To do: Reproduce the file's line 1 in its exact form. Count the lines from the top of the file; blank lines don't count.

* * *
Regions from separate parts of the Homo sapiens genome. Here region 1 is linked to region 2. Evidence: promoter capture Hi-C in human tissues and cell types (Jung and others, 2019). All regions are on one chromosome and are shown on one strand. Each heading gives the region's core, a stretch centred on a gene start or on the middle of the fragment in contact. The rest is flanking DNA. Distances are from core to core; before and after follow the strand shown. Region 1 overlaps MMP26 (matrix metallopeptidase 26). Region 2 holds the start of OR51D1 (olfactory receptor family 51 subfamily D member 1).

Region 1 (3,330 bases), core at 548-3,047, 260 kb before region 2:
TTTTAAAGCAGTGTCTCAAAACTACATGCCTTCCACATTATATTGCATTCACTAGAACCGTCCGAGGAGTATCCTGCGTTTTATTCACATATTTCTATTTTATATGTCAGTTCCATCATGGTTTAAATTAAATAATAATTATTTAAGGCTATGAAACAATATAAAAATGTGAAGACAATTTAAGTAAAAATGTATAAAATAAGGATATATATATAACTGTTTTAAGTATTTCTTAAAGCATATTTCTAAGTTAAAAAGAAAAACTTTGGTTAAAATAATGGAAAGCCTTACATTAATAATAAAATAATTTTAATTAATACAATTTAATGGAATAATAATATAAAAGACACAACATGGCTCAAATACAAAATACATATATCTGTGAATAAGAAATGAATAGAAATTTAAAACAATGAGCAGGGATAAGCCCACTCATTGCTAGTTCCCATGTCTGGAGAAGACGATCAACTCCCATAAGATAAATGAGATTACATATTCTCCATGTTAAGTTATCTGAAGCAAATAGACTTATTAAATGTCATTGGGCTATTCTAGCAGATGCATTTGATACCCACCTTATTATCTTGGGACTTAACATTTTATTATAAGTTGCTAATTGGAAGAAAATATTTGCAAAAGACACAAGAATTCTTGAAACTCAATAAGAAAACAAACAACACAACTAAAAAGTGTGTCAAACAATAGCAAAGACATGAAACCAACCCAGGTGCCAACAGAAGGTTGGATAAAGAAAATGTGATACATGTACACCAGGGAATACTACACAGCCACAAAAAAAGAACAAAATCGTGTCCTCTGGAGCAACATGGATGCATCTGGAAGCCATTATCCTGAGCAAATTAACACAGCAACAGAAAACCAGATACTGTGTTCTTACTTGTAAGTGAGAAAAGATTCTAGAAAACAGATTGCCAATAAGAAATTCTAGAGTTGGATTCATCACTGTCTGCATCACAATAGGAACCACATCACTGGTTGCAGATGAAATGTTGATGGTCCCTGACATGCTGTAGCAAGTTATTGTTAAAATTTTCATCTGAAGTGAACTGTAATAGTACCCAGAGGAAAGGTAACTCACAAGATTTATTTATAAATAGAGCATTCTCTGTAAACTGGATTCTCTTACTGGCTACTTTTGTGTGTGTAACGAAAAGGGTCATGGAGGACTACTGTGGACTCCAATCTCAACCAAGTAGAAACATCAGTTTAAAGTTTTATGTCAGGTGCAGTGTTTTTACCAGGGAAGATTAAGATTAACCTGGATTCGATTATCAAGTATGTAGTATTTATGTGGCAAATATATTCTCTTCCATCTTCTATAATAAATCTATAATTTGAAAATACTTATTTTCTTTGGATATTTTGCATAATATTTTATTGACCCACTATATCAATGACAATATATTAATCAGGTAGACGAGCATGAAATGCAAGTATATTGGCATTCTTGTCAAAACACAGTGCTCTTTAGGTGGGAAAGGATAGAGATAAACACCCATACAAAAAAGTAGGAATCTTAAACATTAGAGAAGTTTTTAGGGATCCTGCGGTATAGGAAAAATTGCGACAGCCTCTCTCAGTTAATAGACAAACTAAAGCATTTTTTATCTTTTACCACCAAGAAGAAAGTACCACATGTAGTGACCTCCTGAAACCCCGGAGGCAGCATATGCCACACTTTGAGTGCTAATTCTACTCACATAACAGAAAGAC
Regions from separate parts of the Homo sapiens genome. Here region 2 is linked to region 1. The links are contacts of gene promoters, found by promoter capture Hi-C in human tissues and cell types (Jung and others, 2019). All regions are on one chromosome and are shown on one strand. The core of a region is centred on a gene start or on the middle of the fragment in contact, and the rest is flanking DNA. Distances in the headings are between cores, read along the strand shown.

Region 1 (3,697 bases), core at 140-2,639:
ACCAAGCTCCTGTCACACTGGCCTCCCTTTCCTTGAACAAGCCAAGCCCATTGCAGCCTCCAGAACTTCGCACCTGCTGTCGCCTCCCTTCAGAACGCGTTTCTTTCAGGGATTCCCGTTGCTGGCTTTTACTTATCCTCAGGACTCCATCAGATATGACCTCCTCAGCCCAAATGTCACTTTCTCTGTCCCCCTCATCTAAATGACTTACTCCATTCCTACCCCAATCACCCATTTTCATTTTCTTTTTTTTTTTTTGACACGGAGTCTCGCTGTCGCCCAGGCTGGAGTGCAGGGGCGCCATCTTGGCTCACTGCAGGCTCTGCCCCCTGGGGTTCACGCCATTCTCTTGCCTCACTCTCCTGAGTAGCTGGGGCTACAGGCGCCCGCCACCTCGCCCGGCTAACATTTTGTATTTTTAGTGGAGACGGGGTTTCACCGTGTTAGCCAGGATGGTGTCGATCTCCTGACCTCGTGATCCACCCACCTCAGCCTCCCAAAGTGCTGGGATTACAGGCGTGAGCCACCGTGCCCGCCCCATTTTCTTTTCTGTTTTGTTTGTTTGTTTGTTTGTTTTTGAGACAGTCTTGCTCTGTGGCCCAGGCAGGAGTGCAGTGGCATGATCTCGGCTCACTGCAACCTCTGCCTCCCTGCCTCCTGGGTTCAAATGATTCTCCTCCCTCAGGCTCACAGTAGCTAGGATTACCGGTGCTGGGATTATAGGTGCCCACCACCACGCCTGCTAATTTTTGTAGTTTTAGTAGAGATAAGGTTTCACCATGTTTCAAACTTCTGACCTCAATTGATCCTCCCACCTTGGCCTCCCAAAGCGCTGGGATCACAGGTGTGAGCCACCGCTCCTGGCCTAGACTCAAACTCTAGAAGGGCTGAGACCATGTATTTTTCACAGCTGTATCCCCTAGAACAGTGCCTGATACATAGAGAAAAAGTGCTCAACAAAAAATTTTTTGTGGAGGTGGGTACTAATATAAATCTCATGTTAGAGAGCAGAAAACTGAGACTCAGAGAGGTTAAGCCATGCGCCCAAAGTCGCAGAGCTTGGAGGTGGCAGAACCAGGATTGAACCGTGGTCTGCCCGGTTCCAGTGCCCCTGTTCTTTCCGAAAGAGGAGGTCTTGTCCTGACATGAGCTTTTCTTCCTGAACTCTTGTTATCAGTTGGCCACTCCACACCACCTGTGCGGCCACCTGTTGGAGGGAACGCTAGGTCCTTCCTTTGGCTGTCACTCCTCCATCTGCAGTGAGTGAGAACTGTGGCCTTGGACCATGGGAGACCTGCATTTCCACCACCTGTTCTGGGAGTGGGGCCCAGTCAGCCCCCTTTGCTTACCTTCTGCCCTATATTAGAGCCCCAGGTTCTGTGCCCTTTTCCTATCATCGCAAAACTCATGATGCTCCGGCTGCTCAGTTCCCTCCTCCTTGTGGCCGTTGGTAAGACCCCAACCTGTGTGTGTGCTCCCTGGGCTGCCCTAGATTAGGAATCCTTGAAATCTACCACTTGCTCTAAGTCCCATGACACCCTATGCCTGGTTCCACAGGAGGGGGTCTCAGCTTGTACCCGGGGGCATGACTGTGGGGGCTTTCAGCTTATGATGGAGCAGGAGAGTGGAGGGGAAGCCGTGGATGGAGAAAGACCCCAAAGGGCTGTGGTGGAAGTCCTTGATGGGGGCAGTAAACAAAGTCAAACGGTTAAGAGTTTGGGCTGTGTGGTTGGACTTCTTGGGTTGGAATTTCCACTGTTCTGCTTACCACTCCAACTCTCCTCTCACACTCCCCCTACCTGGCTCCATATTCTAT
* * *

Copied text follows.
Regions from separate parts of the Homo sapiens genome. Here region 1 is linked to region 2. Evidence: promoter capture Hi-C in human tissues and cell types (Jung and others, 2019). All regions are on one chromosome and are shown on one strand. Each heading gives the region's core, a stretch centred on a gene start or on the middle of the fragment in contact. The rest is flanking DNA. Distances are from core to core; before and after follow the strand shown. Region 1 overlaps MMP26 (matrix metallopeptidase 26). Region 2 holds the start of OR51D1 (olfactory receptor family 51 subfamily D member 1).